When considering a major change in public policy, like the switch to gender neutral restrooms, we not only have to ask ourselves if the change feels good, but also if it does good. In the case of gender neutral bathrooms, groups in favor of these bathrooms only address the concept of if it feels good and neglects the question of whether the change will do good. By neglecting to ask this vital question, they are neglecting the unintended consequences that come along with the change.
A gender neutral bathroom is public bathroom that anyone of any gender can use at the same time, as opposed to a unisex bathroom, which locks, that one person can use at a time. According to Science.com, only 700,000 U.S citizens out of 318 million, .02 percent, are transgender. While it might feel good to make 700,000 people more comfortable, we have to think about the majority first, and the fact is, according to the Huffington Post, 59 percent of the general population, more the 188 million people, would feel uncomfortable and unsafe using a gender neutral bathroom. Is obliterating the idea of single-sex bathrooms necessary to protect the exceedingly small minority of people who identify as transgender? The answer is no.
How you would feel if a member from the opposite sex was inside the bathroom with you? If you were a parent, would you feel comfortable watching your young daughter being followed into the bathroom by a man who “feels like a woman”? According to Rasmussen Reports, the answer is no. About 55 percent of school parents feel uncomfortable with using or having their children use gender neutral bathrooms.
Another deterrent for change is the violence and harassment that can, and already has, occurred in these bathrooms. Contrary to common belief, there have been multiple cases of violence and sexual harassment that have occurred in gender neutral bathrooms across the country. For example, in fall 2015, the University of Toronto temporarily suspended its policy, requiring all campus bathrooms to be gender-neutral, after discovering that some men were using it as cover to film women who were showering. Similarly, in 2014, a rapist in Toronto was arrested for pretending to be transgender so he could get into women’s shelters, where he sexually assaulted two women. In addition, according to The Weekly Standard, “a transgender male who identifies as female,” has been arrested in Idaho Falls for holding an iPhone above a dressing-room partition to film an 18-year-old girl trying on swimwear at the local Target. This change is not worth it for the majority of the population to be unsafe and uncomfortable while using the bathroom.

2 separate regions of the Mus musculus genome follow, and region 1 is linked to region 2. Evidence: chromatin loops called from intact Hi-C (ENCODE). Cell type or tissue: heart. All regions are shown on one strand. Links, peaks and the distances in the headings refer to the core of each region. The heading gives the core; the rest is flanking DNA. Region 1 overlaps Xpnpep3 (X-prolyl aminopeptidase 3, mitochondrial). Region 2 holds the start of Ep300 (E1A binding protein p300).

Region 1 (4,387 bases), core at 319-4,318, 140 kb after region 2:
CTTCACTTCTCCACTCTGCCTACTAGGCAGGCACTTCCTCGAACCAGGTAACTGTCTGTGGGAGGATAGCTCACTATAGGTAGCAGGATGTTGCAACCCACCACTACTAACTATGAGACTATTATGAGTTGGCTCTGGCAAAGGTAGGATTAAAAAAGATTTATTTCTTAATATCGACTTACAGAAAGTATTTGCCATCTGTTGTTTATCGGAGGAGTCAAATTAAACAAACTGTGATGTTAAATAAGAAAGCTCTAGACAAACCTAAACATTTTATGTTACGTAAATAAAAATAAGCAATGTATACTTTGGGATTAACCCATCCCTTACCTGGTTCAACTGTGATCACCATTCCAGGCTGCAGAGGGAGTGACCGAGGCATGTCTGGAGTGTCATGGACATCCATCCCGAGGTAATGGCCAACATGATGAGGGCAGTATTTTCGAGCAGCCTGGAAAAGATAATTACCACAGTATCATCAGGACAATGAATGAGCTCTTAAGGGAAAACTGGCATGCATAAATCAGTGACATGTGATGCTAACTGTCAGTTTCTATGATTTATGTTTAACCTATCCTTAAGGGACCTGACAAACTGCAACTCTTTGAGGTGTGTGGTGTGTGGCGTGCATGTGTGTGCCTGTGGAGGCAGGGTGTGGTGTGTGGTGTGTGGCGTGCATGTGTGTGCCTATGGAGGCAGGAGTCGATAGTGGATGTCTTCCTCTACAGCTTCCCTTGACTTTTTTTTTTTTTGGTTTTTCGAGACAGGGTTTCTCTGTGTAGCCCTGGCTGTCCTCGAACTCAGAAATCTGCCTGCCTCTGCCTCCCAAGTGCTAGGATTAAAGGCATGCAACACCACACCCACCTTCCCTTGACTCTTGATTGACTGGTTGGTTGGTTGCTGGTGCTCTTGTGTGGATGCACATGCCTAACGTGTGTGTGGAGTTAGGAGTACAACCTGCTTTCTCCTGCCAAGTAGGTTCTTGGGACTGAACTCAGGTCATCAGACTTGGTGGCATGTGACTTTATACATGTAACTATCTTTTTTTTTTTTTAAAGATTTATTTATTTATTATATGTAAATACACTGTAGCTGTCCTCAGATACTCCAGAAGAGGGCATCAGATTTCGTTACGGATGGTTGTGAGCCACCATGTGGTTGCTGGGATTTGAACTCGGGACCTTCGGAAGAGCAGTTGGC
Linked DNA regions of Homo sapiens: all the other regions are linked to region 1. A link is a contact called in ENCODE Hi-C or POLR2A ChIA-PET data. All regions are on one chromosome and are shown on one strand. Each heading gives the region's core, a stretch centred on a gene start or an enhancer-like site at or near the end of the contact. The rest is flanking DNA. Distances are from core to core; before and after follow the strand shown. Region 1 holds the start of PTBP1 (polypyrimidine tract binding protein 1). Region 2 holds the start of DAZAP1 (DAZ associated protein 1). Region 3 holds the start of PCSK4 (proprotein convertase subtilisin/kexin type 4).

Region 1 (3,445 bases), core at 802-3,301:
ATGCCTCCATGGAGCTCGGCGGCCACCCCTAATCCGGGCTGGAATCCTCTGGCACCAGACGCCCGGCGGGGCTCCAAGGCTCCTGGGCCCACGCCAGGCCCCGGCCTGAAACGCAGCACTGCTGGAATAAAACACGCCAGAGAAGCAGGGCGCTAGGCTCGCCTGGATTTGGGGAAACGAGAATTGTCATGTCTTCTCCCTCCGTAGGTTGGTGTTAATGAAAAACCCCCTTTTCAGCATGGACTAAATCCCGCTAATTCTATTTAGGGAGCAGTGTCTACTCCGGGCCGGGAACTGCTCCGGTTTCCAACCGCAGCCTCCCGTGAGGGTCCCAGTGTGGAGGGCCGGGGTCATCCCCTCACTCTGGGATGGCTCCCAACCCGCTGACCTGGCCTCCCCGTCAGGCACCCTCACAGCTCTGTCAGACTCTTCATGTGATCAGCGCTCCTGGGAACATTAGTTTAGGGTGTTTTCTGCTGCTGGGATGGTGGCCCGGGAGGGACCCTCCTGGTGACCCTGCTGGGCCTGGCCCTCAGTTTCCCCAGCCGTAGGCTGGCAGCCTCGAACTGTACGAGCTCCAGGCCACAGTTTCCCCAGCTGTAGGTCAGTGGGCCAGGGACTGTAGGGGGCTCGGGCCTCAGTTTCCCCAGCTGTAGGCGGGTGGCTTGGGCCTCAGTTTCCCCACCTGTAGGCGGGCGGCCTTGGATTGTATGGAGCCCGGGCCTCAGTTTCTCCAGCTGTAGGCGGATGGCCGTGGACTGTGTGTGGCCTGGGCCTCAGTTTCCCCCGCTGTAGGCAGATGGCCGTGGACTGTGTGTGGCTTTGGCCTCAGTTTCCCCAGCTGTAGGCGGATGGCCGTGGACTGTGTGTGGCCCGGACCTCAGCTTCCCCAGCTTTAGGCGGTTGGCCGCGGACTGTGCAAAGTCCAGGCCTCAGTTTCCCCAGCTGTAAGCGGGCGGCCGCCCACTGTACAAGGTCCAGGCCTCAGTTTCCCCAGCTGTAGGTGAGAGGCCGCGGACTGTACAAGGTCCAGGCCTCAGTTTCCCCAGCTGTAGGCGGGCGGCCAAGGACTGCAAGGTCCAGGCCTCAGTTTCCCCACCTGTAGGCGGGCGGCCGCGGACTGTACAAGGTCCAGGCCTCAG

Gender neutral bathrooms have not only open the door for women to be harassed, but for transgender people to be harassed as well. While it might feel good to change these bathrooms, shown in the evidence above, it obviously does the opposite. Do we really want to make a change that will increase the number of sexual harassment cases in the United States?
Similarly, many businesses don’t have the space or money to build three bathrooms— one for men, one for women, and one for gender neutral. But, because the government is forcing these businesses to have a gender neutral bathroom, they have to get rid of their single-sex bathrooms to build one. In order to offset the cost of the new bathroom, businesses might need to raise prices on merchandise.
Unless you have not fully transitioned, you should use the bathroom of the sex you were born with. Personally, I would feel extremely uncomfortable having a woman who “feels like a man” follow me into the bathroom. There is no way to tell whether people are actually transgender or if they are just lying as the men in Toronto and Idaho did.
As society moves further and further to the left, so does the preoccupation with feeling good over actually doing good. This explains why young people are so much more likely to be Liberal. We have not lived long enough to know what does good. But, we know what feels good. This is why it is imperative to do your own research in order to form your own opinions. Before deciding on where you stand think about what does good before what feels good.